Now God sees in me His completed design. He does not see my faults and failings, my shortcomings, my weight, anxieties, character flaws, temper, or impurities. He only sees His Son. Because of Jesus, He sees a completed, beautiful and whole person. I don’t know what that means to you, but it means the world to me. In Christ, I am made complete. Beloved, this can be your testimony too. You were made in the image of God and the redemption of Jesus Christ is available to you – just receive this wonderful gift – it is given freely. Will you be complete in Christ?

Jesus is . . .

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“We’re New Testament people, we don’t need to read the Old Testament.” “I just want to know about Jesus, so I’ll stick with the New Testament.” Ever thought or said anything like that? I’ve heard it many times. As Christians – Christ’s followers – we are focused on only what Jesus did and taught.  But the Old Testament looks ahead to Jesus Christ.  Check it out:

In Genesis, He is the Seed of the woman who will one day crush the head of Satan.

In Exodus, He is the Passover Lamb and the one who leads His people out of bondage.

In Leviticus, He is the great high priest and the perfect sacrifice.

In Deuteronomy, he is the Great Prophet to come.

In Joshua, He is the Captain of the Lord’s host.

In Judges, He is the one who faithfully delivers His people from the cost of sin.

In Ruth, He is our Kinsman Redeemer.

He is the anointed King in the line of David in the books of Samuel.

In the books of the Kings, He is the Spirit filling the Temple.

He is the great Teacher in Ezra and the Restorer of broken walls in Nehemiah.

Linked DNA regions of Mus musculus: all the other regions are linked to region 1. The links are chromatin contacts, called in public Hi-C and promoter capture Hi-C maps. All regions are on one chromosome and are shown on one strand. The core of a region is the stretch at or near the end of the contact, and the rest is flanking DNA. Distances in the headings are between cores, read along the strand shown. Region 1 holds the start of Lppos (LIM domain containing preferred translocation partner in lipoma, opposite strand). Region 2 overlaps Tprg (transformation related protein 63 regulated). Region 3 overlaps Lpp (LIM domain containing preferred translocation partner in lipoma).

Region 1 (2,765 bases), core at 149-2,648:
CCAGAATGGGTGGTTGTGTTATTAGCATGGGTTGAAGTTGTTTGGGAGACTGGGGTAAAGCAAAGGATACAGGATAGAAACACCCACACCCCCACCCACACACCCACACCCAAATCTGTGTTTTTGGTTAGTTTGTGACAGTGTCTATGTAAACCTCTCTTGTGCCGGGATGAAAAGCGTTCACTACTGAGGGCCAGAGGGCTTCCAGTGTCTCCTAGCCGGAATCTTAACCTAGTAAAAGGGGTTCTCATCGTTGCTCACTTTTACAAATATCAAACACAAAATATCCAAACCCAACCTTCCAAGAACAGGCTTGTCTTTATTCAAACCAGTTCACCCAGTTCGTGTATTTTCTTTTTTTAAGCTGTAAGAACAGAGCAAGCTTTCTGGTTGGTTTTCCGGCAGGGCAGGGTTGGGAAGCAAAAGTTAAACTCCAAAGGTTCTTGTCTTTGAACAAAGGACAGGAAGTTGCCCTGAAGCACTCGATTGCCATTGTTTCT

He is the Interceder for His people in Esther and the coming Redeemer in Job.

He is the Shepherd in Psalms and the Source of all wisdom in Proverbs.

He is the Teacher in Ecclesiastes.

He is the Beloved Bridegroom in the Song of Solomon.

In Isaiah, He is the Wonderful Counselor, Mighty God, Everlasting Father, Prince of Peace and Suffering Servant.

In Jeremiah and Lamentations, He is the Man acquainted with sorrows.

In Ezekiel, He brings life to dry bones.

In Daniel, He is the Ancient of Days.

He is the faithful Husband in Hosea, the Hope of His people in Joel, the Judge of the nations in Amos, and in Obadiah the One who warns of coming judgment.

In Jonah He is the preacher of the Good News, in Micah He is the Ruler from Bethlehem.

In Nahum, He is the judge of His people’s enemy,  the Sovereign Lord in Habakkuk, and in Zephaniah, He is the God who is mighty to save.

In Haggai He is the Glory of the House of God, in Zechariah He is the Royal Priest and in Malachi Jesus is the Son of Righteousness.

Beloved, if you want to know Jesus, read the Old Testament. He is all over the place.  Then read the New Testament with a fresh understanding of Jesus who was and is and is to come.

The Intercessor

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“Jesus Christ carries on intercession for us in heaven; the Holy Ghost carries on intercession in us on earth.”
Oswald Chambers